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Late last week security researchers found the RSA security conference exposing conference attendee data via vulnerabilities in its mobile app.

Because a 3rd party developer had hard coded data – including security keys and passwords – in the RSA Conference application, a researcher was able to use an API to download and decrypt data containing information on RSA Conference 2018 attendees from the Android version of the app. Since the iOS version of the app relied on the same API, users who downloaded the app from either the Google Play or Apple App Store would also have had their data exposed.

Screen shots below show the developer instructions for exploiting the developer error and the ability to access iOS data as well.

 
API: https://rsa1-webservice.eventbase.com/v1/attendee-list/get-updates/?pid=rsa2018&token=
 
iOS app snippet

Mobile app data leakage is likely the most pervasive security issue plaguing Google Play and Apple App Store users with 100’s of millions of downloaders affected. In fact, this type of data exposure via mobile apps is nothing new, even for RSA.

According to Ars Technica and the researchers at IOActive, half a dozen security issues were found on the RSA Conference 2014 Android app. These included MiTM vulnerabilities and a SQL DB file that, in addition to housing app assets like the schedule, also contained conference registrant information.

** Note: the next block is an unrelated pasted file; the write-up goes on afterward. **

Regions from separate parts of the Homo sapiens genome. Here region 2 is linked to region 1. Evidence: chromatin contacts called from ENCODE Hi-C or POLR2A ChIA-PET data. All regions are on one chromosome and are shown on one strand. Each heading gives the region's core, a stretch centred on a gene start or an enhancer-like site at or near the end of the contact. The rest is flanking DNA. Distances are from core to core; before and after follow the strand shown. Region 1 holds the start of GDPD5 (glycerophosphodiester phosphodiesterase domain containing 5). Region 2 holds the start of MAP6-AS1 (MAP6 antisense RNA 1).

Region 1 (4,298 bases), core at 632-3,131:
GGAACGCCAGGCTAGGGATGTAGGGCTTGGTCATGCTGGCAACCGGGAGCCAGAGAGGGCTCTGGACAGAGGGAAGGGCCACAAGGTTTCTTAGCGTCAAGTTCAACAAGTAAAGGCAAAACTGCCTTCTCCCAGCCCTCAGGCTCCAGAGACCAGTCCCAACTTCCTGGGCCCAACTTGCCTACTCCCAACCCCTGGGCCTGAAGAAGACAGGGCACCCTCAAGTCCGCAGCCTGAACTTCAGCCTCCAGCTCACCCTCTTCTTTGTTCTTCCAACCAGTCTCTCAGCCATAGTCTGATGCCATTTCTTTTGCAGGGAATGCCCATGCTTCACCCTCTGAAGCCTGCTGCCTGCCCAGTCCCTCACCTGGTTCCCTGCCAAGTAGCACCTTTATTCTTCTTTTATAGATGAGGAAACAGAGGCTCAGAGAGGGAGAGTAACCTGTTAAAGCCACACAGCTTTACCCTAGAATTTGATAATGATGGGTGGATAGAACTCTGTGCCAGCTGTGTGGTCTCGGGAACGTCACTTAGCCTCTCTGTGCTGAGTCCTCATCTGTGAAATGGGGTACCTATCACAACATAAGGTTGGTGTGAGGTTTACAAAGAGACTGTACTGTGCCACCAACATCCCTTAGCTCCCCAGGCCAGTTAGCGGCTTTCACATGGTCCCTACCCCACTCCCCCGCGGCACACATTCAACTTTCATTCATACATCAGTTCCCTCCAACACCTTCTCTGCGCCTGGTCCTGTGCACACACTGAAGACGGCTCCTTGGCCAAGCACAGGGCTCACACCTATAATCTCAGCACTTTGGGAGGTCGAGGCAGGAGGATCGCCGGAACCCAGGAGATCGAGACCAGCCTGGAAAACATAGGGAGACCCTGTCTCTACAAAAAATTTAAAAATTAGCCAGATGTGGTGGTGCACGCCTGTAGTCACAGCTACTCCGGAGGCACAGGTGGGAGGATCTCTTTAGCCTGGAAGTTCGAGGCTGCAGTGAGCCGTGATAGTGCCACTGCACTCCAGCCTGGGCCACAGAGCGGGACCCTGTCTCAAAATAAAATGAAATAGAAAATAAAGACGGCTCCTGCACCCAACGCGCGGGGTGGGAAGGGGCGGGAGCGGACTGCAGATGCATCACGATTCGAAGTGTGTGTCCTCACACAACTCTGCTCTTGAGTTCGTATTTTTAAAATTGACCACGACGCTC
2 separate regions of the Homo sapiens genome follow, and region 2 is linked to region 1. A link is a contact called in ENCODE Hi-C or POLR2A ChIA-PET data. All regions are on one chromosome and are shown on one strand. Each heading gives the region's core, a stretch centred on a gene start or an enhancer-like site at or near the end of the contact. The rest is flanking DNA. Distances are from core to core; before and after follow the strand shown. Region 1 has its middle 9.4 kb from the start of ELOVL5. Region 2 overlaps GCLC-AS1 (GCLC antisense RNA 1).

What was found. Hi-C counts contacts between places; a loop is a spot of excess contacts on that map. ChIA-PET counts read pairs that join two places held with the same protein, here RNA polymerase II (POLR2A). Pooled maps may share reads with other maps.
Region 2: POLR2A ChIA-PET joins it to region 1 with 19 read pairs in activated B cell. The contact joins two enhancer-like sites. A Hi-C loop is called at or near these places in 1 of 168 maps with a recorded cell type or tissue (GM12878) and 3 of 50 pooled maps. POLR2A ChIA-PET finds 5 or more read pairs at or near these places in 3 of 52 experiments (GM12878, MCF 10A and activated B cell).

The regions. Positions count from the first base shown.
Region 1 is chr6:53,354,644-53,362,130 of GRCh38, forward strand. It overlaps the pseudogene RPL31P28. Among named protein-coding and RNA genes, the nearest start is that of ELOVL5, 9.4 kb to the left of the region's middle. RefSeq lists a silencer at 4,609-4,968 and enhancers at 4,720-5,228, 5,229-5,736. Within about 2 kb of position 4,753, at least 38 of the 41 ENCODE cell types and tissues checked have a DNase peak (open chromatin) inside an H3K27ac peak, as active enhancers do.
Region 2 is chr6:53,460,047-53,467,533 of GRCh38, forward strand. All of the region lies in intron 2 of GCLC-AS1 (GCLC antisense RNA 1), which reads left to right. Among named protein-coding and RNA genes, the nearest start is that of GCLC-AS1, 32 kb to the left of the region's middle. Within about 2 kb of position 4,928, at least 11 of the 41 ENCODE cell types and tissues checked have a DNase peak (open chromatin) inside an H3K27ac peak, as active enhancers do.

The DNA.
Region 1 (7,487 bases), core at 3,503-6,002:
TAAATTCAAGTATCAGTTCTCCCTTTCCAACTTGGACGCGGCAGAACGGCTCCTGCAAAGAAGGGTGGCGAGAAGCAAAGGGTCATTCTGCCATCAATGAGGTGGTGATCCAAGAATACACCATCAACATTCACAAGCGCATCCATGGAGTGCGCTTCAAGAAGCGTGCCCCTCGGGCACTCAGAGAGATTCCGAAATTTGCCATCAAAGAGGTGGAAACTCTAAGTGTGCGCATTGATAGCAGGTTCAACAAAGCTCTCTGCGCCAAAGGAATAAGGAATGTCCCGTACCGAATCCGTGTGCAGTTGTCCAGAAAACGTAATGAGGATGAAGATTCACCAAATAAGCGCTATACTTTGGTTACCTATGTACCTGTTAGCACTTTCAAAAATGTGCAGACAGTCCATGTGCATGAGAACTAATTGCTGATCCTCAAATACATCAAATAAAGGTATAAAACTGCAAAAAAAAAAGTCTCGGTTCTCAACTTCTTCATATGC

Appthority has found thousands of apps from the app stores that have hard coded credentials, exposing user data via APIs similar to this and worse. We highlighted a similar issue in our research into the 2015 Mobile World Congress app. More recently, we’ve exposed massive data leaks in our finds around the Eavesdropper and HospitalGown vulnerabilities.

In the case of the RSA Conference app, the researcher was able to effectively shame RSA into resolving the issue via a Twitter DM. In most disclosure cases the outcome is not as quick. The app stores have privacy policies that telegraph the amount of effort that they expect from developers around security which can be summed up as “be secure” (see Android’s privacy policy example below).

There are no security resolution requirements for developers or the app sponsors, no required security contacts for app authors, and both Apple and Google leave known vulnerable apps in the store.

With limited developer and app store support, this shifts the burden of detection and protection entirely to the end user. For consumers, there do not appear to be any security apps that focus on these types of vulnerabilities. For enterprises, there are mobile security solutions, such as Appthority Mobile Threat Protection, with detection and workflows to mitigate these issues.

We believe this issue will only get worse until stores adopt and enforce policies that require security contacts, resolution time frames, and other methods to enable quick resolution. Let’s hope that, in addition to the app stores assisting more in this area, RSA itself will start to take the lead in improving mobile app security.

 

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